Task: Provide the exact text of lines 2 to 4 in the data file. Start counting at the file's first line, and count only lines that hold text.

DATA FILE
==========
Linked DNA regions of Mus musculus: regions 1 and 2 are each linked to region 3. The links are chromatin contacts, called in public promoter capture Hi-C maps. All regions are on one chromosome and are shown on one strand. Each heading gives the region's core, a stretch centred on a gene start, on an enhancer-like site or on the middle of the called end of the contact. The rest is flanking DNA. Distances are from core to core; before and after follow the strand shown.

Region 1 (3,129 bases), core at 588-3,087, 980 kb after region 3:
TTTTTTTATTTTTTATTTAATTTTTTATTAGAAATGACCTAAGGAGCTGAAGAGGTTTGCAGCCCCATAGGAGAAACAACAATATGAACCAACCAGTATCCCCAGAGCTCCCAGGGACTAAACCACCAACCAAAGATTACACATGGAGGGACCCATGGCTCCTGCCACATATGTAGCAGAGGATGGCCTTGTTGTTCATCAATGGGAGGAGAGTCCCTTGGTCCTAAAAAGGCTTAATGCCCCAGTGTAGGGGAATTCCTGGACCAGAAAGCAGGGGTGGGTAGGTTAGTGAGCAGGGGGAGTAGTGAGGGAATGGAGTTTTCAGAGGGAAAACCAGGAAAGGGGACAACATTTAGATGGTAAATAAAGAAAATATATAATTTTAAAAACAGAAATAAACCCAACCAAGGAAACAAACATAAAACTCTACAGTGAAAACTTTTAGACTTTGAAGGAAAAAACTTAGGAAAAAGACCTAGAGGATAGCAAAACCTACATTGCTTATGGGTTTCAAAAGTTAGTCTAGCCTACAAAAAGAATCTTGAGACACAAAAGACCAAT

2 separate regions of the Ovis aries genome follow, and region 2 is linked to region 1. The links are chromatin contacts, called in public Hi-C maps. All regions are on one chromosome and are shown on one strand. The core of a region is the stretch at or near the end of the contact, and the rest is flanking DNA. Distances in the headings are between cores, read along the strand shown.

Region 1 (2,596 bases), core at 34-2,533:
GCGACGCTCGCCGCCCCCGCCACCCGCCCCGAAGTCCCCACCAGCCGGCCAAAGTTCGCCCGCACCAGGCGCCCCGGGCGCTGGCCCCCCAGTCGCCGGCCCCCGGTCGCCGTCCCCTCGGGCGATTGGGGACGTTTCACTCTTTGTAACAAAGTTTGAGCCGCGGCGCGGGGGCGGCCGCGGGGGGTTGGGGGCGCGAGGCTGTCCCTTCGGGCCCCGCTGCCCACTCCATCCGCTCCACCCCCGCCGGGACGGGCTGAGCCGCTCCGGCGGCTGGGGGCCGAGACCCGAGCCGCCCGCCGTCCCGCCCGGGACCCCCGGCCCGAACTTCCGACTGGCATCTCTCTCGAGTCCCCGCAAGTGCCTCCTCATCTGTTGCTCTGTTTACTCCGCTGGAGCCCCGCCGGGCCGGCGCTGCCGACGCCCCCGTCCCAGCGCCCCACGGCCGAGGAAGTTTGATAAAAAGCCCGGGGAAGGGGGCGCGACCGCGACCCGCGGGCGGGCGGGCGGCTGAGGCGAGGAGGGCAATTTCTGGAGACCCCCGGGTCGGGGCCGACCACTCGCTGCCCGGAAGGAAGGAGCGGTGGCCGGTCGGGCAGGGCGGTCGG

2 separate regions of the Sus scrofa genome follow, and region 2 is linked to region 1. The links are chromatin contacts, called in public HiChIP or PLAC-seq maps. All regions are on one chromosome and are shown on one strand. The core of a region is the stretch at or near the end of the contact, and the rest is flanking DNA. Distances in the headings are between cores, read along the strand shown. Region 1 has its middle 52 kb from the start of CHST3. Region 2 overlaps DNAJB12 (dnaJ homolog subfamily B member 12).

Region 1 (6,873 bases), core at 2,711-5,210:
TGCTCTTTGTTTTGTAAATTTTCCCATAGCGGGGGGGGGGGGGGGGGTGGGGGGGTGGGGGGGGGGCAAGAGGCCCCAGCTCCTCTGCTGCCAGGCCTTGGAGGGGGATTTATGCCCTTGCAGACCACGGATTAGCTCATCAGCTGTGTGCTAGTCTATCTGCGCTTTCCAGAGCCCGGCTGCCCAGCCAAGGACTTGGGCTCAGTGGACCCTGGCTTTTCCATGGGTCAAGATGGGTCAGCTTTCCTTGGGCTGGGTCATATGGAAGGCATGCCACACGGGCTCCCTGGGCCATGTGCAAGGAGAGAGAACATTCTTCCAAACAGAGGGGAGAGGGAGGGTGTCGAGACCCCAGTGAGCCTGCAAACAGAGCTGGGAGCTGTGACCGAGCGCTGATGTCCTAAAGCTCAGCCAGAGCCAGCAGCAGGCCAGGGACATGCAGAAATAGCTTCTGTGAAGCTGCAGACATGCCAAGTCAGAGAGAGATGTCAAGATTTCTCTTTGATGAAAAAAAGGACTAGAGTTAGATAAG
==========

Region 1 (3,129 bases), core at 588-3,087, 980 kb after region 3:
TTTTTTTATTTTTTATTTAATTTTTTATTAGAAATGACCTAAGGAGCTGAAGAGGTTTGCAGCCCCATAGGAGAAACAACAATATGAACCAACCAGTATCCCCAGAGCTCCCAGGGACTAAACCACCAACCAAAGATTACACATGGAGGGACCCATGGCTCCTGCCACATATGTAGCAGAGGATGGCCTTGTTGTTCATCAATGGGAGGAGAGTCCCTTGGTCCTAAAAAGGCTTAATGCCCCAGTGTAGGGGAATTCCTGGACCAGAAAGCAGGGGTGGGTAGGTTAGTGAGCAGGGGGAGTAGTGAGGGAATGGAGTTTTCAGAGGGAAAACCAGGAAAGGGGACAACATTTAGATGGTAAATAAAGAAAATATATAATTTTAAAAACAGAAATAAACCCAACCAAGGAAACAAACATAAAACTCTACAGTGAAAACTTTTAGACTTTGAAGGAAAAAACTTAGGAAAAAGACCTAGAGGATAGCAAAACCTACATTGCTTATGGGTTTCAAAAGTTAGTCTAGCCTACAAAAAGAATCTTGAGACACAAAAGACCAAT

2 separate regions of the Ovis aries genome follow, and region 2 is linked to region 1. The links are chromatin contacts, called in public Hi-C maps. All regions are on one chromosome and are shown on one strand. The core of a region is the stretch at or near the end of the contact, and the rest is flanking DNA. Distances in the headings are between cores, read along the strand shown.